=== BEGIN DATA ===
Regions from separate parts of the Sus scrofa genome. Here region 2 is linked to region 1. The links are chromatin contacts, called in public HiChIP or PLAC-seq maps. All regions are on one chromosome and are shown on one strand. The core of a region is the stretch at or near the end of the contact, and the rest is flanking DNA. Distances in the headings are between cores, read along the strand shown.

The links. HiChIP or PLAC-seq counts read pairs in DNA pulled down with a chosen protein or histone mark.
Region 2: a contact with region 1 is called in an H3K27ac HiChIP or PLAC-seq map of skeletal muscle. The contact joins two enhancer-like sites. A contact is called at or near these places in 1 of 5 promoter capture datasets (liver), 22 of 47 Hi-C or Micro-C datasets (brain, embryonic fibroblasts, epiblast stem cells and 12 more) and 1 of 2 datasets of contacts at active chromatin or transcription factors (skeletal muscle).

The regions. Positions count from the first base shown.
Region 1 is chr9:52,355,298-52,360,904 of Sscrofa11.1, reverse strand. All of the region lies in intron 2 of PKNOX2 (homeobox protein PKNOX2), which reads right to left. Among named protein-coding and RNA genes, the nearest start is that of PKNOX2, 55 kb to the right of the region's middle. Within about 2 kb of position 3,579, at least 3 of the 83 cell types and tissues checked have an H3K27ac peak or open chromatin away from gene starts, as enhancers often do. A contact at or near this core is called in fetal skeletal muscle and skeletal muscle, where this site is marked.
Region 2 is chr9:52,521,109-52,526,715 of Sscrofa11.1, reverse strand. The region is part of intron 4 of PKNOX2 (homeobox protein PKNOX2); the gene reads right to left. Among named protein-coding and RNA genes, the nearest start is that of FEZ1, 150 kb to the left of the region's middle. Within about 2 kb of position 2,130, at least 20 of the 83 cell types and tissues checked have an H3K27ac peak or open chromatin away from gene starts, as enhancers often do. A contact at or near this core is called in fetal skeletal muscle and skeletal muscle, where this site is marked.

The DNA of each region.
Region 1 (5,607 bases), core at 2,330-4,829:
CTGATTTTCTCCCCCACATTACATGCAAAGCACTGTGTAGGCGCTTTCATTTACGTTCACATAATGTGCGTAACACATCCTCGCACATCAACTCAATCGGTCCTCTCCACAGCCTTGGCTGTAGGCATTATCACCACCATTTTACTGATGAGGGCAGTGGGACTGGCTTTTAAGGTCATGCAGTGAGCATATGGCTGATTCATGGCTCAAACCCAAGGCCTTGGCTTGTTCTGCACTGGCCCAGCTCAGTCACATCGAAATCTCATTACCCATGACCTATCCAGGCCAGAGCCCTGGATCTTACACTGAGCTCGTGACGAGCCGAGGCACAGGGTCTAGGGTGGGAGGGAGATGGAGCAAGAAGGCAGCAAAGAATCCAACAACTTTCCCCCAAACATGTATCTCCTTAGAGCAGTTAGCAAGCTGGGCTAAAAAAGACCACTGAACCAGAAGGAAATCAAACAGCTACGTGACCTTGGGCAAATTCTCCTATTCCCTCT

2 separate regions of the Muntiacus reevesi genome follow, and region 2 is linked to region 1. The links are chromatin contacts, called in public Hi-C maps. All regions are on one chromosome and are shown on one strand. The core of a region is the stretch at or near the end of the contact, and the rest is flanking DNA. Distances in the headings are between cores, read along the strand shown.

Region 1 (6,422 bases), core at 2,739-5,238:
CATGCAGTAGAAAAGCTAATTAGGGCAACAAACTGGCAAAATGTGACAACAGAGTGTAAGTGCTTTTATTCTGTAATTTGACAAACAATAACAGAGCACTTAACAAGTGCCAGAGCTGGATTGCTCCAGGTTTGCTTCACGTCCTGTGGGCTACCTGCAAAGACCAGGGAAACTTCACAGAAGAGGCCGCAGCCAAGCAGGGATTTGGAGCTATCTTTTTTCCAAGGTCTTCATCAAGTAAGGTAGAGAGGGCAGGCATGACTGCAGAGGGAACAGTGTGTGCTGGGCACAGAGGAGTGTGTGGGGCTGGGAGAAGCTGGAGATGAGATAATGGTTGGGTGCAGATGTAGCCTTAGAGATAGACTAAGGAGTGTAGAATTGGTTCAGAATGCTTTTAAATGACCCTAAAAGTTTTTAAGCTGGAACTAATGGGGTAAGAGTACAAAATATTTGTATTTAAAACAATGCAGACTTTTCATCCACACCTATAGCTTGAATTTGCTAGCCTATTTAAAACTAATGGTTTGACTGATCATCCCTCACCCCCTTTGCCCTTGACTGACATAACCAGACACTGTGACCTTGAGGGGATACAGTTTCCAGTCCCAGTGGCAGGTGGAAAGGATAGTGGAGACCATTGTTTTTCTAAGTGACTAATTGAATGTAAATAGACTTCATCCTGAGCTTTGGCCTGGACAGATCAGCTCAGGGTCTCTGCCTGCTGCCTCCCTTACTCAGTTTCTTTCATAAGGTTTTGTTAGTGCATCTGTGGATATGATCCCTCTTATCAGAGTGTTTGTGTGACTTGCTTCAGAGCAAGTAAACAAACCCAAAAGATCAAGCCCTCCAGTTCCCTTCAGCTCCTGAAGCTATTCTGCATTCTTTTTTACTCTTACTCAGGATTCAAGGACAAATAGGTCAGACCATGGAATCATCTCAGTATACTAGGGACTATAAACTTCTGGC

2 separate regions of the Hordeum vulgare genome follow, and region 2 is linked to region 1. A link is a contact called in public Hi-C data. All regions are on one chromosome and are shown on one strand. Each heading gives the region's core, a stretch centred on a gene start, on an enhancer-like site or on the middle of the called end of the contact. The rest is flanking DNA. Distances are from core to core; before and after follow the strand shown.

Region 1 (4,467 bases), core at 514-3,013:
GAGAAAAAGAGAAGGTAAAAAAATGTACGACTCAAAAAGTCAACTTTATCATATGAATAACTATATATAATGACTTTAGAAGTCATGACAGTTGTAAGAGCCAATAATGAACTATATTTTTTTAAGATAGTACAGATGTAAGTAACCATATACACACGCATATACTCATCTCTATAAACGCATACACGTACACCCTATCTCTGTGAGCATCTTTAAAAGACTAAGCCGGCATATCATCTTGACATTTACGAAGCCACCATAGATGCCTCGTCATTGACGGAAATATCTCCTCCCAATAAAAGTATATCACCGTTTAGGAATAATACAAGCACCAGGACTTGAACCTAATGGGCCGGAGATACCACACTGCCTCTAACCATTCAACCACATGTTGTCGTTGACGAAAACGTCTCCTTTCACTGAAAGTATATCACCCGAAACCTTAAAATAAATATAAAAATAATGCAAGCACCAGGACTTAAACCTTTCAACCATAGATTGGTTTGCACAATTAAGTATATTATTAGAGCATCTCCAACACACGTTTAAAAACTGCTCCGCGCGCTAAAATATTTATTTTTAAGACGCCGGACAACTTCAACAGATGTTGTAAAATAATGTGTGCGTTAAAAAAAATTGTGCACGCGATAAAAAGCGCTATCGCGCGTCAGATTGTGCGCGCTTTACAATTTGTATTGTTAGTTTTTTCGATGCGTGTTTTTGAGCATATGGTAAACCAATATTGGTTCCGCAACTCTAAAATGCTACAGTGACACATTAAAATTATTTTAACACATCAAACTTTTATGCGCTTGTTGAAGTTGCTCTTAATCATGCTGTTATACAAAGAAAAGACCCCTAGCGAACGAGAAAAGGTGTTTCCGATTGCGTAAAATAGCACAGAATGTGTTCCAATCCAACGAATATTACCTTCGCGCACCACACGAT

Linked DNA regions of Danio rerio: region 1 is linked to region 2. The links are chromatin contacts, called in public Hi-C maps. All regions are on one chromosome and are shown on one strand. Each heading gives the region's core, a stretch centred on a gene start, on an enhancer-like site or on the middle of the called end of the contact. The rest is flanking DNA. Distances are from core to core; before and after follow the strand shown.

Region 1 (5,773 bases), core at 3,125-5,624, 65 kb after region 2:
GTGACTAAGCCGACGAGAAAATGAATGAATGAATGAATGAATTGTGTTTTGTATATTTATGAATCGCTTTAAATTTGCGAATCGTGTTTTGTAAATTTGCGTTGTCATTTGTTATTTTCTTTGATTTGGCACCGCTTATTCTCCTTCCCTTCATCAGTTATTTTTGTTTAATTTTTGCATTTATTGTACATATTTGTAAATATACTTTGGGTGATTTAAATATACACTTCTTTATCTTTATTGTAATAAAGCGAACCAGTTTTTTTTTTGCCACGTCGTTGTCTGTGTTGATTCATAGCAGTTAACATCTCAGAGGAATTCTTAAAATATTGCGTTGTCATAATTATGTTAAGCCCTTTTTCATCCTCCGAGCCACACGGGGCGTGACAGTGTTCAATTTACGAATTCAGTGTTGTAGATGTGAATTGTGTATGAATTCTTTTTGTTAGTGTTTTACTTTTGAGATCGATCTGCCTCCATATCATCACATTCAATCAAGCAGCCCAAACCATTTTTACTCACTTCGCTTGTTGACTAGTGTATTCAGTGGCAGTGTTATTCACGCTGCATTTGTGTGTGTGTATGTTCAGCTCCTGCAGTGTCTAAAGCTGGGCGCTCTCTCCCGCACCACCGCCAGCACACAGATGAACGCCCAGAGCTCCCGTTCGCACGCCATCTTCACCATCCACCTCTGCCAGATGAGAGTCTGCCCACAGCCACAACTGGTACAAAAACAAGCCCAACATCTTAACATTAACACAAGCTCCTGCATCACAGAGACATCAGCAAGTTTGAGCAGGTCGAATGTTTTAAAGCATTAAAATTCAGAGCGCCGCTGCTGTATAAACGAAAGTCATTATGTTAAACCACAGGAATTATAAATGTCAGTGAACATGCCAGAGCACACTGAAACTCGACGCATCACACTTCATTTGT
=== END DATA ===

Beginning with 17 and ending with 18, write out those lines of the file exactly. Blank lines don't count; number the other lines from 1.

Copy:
Region 1 (5,773 bases), core at 3,125-5,624, 65 kb after region 2:
GTGACTAAGCCGACGAGAAAATGAATGAATGAATGAATGAATTGTGTTTTGTATATTTATGAATCGCTTTAAATTTGCGAATCGTGTTTTGTAAATTTGCGTTGTCATTTGTTATTTTCTTTGATTTGGCACCGCTTATTCTCCTTCCCTTCATCAGTTATTTTTGTTTAATTTTTGCATTTATTGTACATATTTGTAAATATACTTTGGGTGATTTAAATATACACTTCTTTATCTTTATTGTAATAAAGCGAACCAGTTTTTTTTTTGCCACGTCGTTGTCTGTGTTGATTCATAGCAGTTAACATCTCAGAGGAATTCTTAAAATATTGCGTTGTCATAATTATGTTAAGCCCTTTTTCATCCTCCGAGCCACACGGGGCGTGACAGTGTTCAATTTACGAATTCAGTGTTGTAGATGTGAATTGTGTATGAATTCTTTTTGTTAGTGTTTTACTTTTGAGATCGATCTGCCTCCATATCATCACATTCAATCAAGCAGCCCAAACCATTTTTACTCACTTCGCTTGTTGACTAGTGTATTCAGTGGCAGTGTTATTCACGCTGCATTTGTGTGTGTGTATGTTCAGCTCCTGCAGTGTCTAAAGCTGGGCGCTCTCTCCCGCACCACCGCCAGCACACAGATGAACGCCCAGAGCTCCCGTTCGCACGCCATCTTCACCATCCACCTCTGCCAGATGAGAGTCTGCCCACAGCCACAACTGGTACAAAAACAAGCCCAACATCTTAACATTAACACAAGCTCCTGCATCACAGAGACATCAGCAAGTTTGAGCAGGTCGAATGTTTTAAAGCATTAAAATTCAGAGCGCCGCTGCTGTATAAACGAAAGTCATTATGTTAAACCACAGGAATTATAAATGTCAGTGAACATGCCAGAGCACACTGAAACTCGACGCATCACACTTCATTTGT